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Should You Switch to Induction Cooking?

The expression “to be cooking with gas” means to be making very good progress or doing something very well. Will we be changing that to “cooking with electromagnetic fields”?

Induction Ranges are being touted as the new must-have appliance for myriad culinary, health, and environmental reasons. But is induction really better? Here’s what to know if you’re considering making the switch from gas or electric to induction.

What is an induction range?

An induction cooktop stove is the kind of burner that uses electromagnetic fields to cause the pan or pot on top to heat up—meanwhile, your appliance remains cool, thus making this method of cooking safer, faster, and more energy-efficient. As for the ovens in induction ranges, they broil and bake just as other electric ovens do.


Pro: Eliminate significant health risks.

The main reason for the proposed ban on gas stoves is air pollutants, including carbon monoxide, formaldehyde, and nitrogen dioxide. Without proper ventilation, members of the home with underlying medical conditions or underdeveloped health systems can become compromised. A hood that vents to the outside is best, but an open window can also help mitigate some of the toxins being released. Vents work best when using back burners on a gas cooktop.

Pro: Impact on carbon emissions.

In theory, switching from gas to induction should reduce your carbon emissions, since induction ranges don’t emit any carbon dioxide. But, since induction ranges rely on the grid, the actual impact depends on where you live–and how green the grid is. In states that rely on more renewable energy, switching to induction will have a bigger impact.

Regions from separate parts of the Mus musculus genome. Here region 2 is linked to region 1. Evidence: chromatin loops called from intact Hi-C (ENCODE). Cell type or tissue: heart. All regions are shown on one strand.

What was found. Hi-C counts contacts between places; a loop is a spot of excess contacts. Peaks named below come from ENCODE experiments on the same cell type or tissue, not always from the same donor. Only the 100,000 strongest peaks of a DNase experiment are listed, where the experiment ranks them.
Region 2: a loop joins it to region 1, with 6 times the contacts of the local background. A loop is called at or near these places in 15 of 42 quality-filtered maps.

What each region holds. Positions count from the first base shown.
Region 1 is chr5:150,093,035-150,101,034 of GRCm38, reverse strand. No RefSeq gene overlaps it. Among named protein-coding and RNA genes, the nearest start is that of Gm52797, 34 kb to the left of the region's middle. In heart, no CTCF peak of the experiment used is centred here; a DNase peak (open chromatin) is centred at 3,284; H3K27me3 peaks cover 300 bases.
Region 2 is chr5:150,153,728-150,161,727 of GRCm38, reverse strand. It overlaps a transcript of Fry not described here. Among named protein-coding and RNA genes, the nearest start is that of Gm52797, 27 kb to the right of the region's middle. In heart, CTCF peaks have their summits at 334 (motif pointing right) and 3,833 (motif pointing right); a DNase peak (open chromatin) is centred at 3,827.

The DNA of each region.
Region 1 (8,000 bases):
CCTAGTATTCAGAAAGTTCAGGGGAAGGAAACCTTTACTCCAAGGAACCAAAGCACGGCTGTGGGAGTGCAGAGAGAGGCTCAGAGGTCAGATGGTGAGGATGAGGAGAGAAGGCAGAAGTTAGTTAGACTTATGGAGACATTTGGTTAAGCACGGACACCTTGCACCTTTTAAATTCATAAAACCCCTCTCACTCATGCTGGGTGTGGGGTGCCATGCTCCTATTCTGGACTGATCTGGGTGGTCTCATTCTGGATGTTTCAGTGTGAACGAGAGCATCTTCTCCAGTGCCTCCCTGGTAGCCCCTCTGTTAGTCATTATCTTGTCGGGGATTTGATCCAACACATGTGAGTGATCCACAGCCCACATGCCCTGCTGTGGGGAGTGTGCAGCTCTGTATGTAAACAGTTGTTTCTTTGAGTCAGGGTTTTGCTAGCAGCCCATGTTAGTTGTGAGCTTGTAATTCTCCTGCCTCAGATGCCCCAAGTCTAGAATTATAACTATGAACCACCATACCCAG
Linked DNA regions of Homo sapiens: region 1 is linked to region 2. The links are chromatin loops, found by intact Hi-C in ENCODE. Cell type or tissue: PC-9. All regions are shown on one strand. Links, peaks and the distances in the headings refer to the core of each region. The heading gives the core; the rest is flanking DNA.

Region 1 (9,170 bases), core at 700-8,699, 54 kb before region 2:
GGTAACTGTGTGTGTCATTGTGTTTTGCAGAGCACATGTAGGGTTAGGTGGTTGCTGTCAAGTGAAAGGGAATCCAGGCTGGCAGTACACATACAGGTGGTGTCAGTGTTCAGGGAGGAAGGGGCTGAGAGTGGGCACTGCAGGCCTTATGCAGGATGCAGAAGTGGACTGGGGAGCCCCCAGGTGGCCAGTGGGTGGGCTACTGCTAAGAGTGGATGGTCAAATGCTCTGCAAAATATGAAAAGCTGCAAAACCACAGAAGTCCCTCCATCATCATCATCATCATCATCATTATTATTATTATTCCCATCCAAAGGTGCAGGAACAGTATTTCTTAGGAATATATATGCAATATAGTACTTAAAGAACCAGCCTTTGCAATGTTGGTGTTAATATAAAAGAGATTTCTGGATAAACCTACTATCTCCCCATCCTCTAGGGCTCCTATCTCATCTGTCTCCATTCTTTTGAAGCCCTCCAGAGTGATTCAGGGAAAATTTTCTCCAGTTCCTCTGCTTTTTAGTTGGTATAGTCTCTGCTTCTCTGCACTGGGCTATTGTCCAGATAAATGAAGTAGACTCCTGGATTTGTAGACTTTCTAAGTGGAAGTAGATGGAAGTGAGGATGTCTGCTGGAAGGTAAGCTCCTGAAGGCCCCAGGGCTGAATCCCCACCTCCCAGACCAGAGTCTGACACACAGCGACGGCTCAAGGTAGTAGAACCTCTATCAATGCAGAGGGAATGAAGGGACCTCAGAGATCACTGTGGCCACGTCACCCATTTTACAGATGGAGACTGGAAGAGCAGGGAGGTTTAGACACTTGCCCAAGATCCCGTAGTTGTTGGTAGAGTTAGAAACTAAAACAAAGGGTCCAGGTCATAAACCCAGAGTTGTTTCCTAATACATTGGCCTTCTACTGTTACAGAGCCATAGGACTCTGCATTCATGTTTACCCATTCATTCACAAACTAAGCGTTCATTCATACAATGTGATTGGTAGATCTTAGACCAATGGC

The average carbon emissions for an induction range and a gas range are about the same in the U.S. right now. As the country as a whole shifts to cleaner energy, those numbers will shift in favor of induction.

Renewable energy production in Maryland involves hydroelectricity, solar power, wind, and biomass. In 2020, renewable sources generated around 11% of Maryland's electricity, of which, two-fifths came from hydropower. Since 2017, some 75% of renewable energy consumed in Maryland is imported.

Con: You’ll pay more for an induction range.

According to Consumer Reports, gas ranges start at $505, electric ranges at $600, and induction ranges at $1,160. On top of that, installation of an induction stove requires special wiring and a dedicated circuit. In other words, you’ll probably need to hire an electrician.

Pro: You’ll save money in the long term.

An induction range is definitely a big upfront investment, but it could pay dividends pretty quickly. For starters, the Inflation Reduction Act means you could earn a federal rebate of up to $840, plus another $500 to cover the costs of switching from gas to electric. Using an induction can help reduce your overall energy use which translates to long-term cost savings.

Con: You may need to replace your pots and pans.

You may need to swap out your pots and pans, which must contain magnetic iron or steel to work on an induction range. Cast iron and stainless steel will work; aluminum or copper pots won’t. If a magnet sticks to the bottom of your pot, it should work with your new induction range. If it doesn’t, you’ll need new cookware.

Perhaps the biggest draw of gas stoves is the ease with which you can control cooking temperatures. Oh, and the instant heat once that flame is lit. Gas also lets you char foods in a way you just can’t with an electric or induction stove.

Like so many kitchen appliances, it comes down to personal preference, not to mention how much you want to spend. If you’re replacing your current gas oven, maybe an induction range is right for you.


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